• Greg Olsen

        I did not address it, but the master’s degrees do have a very useful function as well, which is the starting point for a career change. I am in IR now, because I am hoping to make a mid-life career change. Thanks to a WRM’s colleague, Charles Hill, I ended up getting widely read in IR, but needed to get credentialed too. Here again, I needed to get through the resume screen. The particular IR program I am in has been really good, because it is policy-relevant, focusing on realism and neoliberal institutionalism as the primary theoretical approaches.

        • FriendlyGoat

          In your new chosen field, there is probably no choice. What we hear of people flunking a resume screen without an MBA or other master’s in other fields though is unfortunate. The “screen” requires the degree when the job may very well not.

    • Kevin

      Let’s apply Gregg vs. Duke Power to degrees rather than intelligence. No more allowing allowing employers (and government employers are the worst at this) to use degrees as a signaling mechanism. If they want someone with a given skill let them test directly for the knowledge or ability rather than the tremendously inefficient process of using where you went to school to serve as a proxy for the skill they are looking for.

      • f1b0nacc1

        Griggs vs Duke.
        Otherwise, I am absolutely in agreement with you. Eliminate that single ruling, and a huge amount of the credentials genie gets shoved back in the bottle quite quickly.

  • Fat_Man

    There are no bargains in medical schools, and the US does not graduate enough doctors to
    fill all the available residencies, let alone enough to maintain a
    sufficient doctor/population ratio. If you stick medical students on
    tuition and loan repayments you will force them to avoid less
    remunerative specialties like pediatrics and family practice. You cannot
    repay $400,000 of loans and raise a family on a pediatricians salary.

  • Jacksonian_Libertarian

    The only way to regain the “Supply and Demand” balance in education is to get the meddling Big Government Monopoly out of education. It doesn’t have Constitutional authority over education in any case, as no where in the Constitution is education even mentioned or enumerated. And according to the 9th and 10th Amendments, authorities not specifically given to the Federal Government, were retained by the States or the People.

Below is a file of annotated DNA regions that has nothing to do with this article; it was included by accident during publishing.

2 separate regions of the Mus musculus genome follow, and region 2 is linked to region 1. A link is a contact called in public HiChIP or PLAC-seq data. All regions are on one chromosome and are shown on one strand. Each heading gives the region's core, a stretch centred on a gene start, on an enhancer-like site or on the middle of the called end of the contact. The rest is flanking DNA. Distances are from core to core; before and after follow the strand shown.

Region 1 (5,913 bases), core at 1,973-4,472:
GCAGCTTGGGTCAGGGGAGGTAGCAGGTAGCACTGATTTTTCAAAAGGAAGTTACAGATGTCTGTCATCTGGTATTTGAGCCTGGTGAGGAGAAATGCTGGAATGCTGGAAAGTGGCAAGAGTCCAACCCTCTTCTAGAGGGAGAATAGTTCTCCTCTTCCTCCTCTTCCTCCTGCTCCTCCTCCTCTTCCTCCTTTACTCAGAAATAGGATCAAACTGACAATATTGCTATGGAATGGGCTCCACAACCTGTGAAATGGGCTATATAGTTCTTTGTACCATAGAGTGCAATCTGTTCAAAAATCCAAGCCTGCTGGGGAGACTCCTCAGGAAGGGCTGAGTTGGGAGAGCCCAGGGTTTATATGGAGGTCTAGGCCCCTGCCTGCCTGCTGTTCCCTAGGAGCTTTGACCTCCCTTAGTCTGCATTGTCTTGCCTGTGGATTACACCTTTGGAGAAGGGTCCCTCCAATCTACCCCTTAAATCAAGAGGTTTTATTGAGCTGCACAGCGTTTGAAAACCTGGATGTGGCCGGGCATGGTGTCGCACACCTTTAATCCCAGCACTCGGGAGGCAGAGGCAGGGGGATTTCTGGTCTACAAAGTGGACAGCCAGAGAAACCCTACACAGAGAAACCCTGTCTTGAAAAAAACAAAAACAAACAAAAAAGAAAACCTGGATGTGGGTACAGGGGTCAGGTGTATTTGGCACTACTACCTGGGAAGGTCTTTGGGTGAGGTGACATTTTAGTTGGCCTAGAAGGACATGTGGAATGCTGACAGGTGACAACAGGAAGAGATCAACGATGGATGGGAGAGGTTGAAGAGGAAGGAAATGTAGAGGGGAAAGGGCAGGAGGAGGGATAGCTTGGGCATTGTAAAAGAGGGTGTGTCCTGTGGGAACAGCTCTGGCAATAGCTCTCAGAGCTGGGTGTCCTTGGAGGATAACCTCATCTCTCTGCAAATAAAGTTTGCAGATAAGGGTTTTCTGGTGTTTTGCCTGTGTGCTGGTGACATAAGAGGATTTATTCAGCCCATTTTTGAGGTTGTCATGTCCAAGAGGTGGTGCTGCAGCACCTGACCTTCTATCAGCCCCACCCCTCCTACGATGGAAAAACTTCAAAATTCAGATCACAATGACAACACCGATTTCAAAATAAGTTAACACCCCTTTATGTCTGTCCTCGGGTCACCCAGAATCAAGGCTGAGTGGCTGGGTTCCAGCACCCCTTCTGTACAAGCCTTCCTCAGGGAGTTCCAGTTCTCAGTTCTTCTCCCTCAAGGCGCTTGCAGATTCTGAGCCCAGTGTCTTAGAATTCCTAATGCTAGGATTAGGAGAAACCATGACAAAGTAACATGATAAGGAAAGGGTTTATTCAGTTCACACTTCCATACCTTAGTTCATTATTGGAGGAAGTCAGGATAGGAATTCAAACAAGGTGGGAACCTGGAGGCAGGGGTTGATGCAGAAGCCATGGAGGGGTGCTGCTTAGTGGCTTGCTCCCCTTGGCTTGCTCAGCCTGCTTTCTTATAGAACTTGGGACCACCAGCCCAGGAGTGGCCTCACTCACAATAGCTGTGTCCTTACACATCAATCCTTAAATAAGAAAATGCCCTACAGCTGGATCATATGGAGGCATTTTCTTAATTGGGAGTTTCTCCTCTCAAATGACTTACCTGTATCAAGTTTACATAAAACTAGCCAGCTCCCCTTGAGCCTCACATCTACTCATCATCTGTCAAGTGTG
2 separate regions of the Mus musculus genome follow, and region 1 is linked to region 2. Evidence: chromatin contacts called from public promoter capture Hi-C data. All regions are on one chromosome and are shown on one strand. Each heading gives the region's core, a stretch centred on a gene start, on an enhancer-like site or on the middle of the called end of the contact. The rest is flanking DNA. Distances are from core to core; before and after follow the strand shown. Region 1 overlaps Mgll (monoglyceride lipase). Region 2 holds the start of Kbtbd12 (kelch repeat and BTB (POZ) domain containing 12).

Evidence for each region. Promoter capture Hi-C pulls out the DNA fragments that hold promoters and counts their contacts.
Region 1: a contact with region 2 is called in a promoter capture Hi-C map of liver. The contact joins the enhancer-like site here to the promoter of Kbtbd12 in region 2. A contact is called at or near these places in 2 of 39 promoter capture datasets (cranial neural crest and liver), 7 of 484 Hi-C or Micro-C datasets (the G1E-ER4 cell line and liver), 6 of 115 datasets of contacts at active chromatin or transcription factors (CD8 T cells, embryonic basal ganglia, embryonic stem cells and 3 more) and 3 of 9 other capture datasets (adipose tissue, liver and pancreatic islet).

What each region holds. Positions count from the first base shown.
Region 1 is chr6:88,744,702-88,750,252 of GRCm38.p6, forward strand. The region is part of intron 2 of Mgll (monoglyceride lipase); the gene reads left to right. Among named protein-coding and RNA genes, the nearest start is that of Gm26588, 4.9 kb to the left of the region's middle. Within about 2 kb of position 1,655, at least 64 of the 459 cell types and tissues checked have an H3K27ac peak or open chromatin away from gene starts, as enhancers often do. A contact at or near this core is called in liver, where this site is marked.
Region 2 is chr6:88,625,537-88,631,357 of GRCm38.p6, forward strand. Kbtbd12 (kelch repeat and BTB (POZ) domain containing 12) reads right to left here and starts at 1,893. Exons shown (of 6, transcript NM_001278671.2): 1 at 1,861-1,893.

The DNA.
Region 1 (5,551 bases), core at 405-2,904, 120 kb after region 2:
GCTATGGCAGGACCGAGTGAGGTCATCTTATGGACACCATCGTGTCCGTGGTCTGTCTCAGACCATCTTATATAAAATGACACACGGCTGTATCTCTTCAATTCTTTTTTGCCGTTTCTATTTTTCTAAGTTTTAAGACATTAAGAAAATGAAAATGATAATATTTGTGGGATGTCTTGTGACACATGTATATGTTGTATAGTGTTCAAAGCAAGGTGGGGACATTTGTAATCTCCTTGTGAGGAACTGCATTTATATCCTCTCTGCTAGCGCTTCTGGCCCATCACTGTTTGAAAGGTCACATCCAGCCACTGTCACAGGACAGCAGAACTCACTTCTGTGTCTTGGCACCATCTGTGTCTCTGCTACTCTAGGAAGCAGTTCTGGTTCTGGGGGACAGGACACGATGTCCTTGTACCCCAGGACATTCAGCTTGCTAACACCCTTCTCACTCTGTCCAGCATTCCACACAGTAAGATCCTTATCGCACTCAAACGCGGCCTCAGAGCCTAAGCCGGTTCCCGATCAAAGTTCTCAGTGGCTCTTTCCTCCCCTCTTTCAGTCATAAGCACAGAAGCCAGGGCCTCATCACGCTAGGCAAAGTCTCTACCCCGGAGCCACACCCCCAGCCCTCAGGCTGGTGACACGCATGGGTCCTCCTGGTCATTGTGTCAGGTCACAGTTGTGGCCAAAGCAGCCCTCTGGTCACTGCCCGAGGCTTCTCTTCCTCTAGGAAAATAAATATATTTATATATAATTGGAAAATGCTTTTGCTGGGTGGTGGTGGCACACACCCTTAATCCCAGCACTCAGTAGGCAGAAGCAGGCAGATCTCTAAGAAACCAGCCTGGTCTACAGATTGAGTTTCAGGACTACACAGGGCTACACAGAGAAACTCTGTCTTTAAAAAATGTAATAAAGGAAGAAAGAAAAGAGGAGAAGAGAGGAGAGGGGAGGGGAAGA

• Episteme

    In the debates over student loans, I don’t know whether I’m clever or a sucker to do what I’m doing – slowing paying my own way through a graduate program at night one class at a time (taking a semester or more off as needed to earn more savings), figuring that what it costs me now at least doesn’t have interest involved like paying back loans would. Of course, I’m in a humanities field that pays less than rubbish, so I’d end up too deep in the hole to dig out if I indentured myself to the government bank; better to live as if under a vow of poverty. I’m not certain what the institutional answer is, but it seems that too many are counting on students to keep over-loading the system until it’s either (A) too big to fail and everyone needs to be bailed out, or else (B) the overload crashes down around them and it takes down that system regardless of how many young people go bankrupt with it. It’s odd to me to see how many folks that I know complain about loan rates (and even how they can’t afford to go back to school because they’re paying off loans from previous poorly-considered ventures that haven’t gotten them jobs) as if that’s the only way to pay for education.

    We have huge issues with over-certification requirements; we likewise have problems where older workers not leaving the job markets has backlogged opportunities for entry-level jobs, so the young are queued into higher-education to mask a potential European-level unemployment crisis (similarly we have folks with multiple degrees getting unpaid internships where people 10-15 years younger a generation ago were getting well-paid starting jobs – with that backlog up top, those same people from last generation may well still be in those same starting jobs with just new titles to hide their lack of advancement!). It’s a multi-tiered issue where the student loan crisis is just the most visible portion – as noted, there’s also matters within universities, where the rising costs are directed all into administration, so you have just huge numbers of underpaid adjuncts teaching overcharged students…